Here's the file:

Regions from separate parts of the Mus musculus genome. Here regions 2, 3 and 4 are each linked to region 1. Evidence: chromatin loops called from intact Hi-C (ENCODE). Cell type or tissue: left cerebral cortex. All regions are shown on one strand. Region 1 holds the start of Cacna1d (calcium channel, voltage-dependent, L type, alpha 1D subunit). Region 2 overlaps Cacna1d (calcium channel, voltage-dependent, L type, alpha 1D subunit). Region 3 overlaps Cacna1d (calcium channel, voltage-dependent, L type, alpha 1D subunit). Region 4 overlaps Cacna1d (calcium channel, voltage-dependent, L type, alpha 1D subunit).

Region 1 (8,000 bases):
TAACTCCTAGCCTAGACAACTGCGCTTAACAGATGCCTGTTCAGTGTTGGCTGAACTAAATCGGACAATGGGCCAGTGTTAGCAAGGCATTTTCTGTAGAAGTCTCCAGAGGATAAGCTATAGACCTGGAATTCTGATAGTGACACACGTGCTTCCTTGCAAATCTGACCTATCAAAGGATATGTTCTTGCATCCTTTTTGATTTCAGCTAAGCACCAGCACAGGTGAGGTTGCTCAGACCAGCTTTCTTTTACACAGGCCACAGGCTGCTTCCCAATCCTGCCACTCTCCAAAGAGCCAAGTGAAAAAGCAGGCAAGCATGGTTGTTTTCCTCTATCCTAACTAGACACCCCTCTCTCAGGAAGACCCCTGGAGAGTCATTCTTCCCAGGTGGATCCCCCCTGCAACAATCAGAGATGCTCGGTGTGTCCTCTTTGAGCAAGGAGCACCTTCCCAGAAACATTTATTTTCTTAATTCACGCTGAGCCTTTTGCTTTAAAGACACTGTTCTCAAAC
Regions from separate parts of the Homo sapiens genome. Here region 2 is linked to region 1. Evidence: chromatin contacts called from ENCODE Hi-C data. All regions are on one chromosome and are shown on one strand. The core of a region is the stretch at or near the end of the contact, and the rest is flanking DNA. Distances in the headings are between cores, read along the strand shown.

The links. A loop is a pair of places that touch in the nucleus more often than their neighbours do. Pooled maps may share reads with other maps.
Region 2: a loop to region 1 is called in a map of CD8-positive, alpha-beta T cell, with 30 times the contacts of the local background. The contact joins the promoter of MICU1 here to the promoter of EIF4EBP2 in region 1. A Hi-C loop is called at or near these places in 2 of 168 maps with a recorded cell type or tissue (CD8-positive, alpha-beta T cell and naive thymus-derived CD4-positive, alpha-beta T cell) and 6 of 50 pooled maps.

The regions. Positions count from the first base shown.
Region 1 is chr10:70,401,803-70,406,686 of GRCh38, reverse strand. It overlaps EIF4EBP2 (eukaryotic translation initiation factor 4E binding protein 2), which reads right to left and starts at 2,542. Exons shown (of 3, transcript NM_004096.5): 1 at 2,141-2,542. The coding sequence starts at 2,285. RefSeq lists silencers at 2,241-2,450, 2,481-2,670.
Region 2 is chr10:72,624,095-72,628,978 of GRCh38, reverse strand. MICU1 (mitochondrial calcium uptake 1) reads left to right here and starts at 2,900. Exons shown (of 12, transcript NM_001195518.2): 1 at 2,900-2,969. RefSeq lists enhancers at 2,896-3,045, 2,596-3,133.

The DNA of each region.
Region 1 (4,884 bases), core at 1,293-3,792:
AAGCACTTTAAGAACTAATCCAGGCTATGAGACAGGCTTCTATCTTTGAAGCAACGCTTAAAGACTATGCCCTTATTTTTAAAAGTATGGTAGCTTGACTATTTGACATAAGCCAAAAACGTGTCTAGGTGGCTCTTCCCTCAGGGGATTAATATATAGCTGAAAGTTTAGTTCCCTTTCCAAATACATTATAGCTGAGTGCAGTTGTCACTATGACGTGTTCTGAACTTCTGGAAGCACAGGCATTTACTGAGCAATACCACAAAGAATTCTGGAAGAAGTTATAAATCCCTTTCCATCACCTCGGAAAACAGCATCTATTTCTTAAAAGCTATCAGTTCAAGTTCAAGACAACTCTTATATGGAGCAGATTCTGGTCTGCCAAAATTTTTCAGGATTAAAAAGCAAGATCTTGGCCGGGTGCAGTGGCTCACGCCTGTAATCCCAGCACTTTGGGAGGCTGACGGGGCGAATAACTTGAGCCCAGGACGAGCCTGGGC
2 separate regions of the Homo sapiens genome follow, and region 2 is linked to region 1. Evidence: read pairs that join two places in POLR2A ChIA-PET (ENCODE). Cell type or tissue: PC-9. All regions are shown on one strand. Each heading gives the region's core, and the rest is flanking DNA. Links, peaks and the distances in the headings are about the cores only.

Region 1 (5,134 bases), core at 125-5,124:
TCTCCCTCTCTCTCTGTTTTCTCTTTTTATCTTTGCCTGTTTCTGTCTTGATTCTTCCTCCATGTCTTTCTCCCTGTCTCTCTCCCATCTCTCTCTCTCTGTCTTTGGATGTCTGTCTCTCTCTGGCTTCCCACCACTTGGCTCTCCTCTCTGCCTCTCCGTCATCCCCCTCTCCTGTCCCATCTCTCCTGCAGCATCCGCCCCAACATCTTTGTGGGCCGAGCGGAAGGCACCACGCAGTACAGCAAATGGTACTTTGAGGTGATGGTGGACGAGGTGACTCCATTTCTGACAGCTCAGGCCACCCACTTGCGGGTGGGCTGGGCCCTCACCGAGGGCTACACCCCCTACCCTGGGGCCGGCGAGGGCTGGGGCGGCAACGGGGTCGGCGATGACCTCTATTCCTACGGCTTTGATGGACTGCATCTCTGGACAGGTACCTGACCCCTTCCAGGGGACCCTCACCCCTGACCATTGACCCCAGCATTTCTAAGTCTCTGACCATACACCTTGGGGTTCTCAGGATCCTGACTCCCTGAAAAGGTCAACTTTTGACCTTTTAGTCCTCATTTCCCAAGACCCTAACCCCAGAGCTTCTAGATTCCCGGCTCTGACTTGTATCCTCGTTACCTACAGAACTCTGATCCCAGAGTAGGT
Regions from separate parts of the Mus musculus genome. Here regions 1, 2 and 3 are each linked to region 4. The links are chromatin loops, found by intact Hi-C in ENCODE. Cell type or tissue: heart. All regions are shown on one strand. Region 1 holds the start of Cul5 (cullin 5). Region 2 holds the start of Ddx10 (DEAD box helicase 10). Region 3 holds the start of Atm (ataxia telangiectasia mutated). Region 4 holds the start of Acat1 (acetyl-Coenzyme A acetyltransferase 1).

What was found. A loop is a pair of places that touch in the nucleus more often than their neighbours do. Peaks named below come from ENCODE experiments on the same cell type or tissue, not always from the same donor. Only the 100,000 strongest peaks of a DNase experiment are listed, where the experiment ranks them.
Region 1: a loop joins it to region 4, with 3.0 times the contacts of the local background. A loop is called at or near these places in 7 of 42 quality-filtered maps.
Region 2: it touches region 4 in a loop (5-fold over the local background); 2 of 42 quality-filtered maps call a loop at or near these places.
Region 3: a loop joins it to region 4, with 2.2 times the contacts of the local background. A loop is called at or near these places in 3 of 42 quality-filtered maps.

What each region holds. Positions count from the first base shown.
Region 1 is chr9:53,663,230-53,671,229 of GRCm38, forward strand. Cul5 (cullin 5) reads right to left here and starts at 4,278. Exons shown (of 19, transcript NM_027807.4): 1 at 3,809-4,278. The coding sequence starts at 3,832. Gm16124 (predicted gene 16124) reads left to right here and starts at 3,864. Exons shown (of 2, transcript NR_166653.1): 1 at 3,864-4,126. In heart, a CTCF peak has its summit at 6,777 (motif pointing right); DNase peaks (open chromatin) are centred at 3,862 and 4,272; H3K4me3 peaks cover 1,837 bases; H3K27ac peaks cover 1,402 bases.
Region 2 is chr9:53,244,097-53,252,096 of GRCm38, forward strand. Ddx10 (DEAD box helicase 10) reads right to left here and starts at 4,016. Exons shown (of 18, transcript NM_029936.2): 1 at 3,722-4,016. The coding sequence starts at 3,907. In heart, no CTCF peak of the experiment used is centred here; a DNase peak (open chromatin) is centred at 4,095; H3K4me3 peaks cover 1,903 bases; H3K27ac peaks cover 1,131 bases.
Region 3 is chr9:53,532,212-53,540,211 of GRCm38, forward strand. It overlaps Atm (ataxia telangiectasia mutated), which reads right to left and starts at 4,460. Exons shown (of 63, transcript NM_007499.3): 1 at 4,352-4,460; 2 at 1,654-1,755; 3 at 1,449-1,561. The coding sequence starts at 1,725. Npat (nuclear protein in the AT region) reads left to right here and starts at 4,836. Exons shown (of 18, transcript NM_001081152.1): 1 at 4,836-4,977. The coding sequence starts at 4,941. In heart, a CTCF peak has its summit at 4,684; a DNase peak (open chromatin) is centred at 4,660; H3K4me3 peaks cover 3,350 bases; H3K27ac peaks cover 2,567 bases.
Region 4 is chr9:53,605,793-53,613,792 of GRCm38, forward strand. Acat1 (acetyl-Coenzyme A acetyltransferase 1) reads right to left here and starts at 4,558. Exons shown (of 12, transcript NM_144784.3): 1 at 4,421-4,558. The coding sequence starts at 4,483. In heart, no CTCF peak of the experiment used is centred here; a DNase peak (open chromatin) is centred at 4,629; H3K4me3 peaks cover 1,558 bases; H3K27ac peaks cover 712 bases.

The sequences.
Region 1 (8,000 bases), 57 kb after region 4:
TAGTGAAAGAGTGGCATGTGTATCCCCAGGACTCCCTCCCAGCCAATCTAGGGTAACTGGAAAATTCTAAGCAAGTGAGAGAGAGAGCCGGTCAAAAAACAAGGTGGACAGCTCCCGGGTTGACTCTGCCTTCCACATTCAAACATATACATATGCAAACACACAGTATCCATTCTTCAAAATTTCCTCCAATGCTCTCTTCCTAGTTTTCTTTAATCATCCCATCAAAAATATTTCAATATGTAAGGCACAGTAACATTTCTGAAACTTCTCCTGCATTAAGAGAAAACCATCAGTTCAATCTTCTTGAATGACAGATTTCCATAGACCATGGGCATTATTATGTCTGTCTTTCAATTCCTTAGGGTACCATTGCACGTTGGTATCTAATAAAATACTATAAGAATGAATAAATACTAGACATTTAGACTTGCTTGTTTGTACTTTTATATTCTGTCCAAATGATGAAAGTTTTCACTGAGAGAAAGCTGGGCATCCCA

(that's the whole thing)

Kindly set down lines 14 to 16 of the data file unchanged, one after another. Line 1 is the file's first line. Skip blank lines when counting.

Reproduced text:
Region 1 (5,134 bases), core at 125-5,124:
TCTCCCTCTCTCTCTGTTTTCTCTTTTTATCTTTGCCTGTTTCTGTCTTGATTCTTCCTCCATGTCTTTCTCCCTGTCTCTCTCCCATCTCTCTCTCTCTGTCTTTGGATGTCTGTCTCTCTCTGGCTTCCCACCACTTGGCTCTCCTCTCTGCCTCTCCGTCATCCCCCTCTCCTGTCCCATCTCTCCTGCAGCATCCGCCCCAACATCTTTGTGGGCCGAGCGGAAGGCACCACGCAGTACAGCAAATGGTACTTTGAGGTGATGGTGGACGAGGTGACTCCATTTCTGACAGCTCAGGCCACCCACTTGCGGGTGGGCTGGGCCCTCACCGAGGGCTACACCCCCTACCCTGGGGCCGGCGAGGGCTGGGGCGGCAACGGGGTCGGCGATGACCTCTATTCCTACGGCTTTGATGGACTGCATCTCTGGACAGGTACCTGACCCCTTCCAGGGGACCCTCACCCCTGACCATTGACCCCAGCATTTCTAAGTCTCTGACCATACACCTTGGGGTTCTCAGGATCCTGACTCCCTGAAAAGGTCAACTTTTGACCTTTTAGTCCTCATTTCCCAAGACCCTAACCCCAGAGCTTCTAGATTCCCGGCTCTGACTTGTATCCTCGTTACCTACAGAACTCTGATCCCAGAGTAGGT
Regions from separate parts of the Mus musculus genome. Here regions 1, 2 and 3 are each linked to region 4. The links are chromatin loops, found by intact Hi-C in ENCODE. Cell type or tissue: heart. All regions are shown on one strand. Region 1 holds the start of Cul5 (cullin 5). Region 2 holds the start of Ddx10 (DEAD box helicase 10). Region 3 holds the start of Atm (ataxia telangiectasia mutated). Region 4 holds the start of Acat1 (acetyl-Coenzyme A acetyltransferase 1).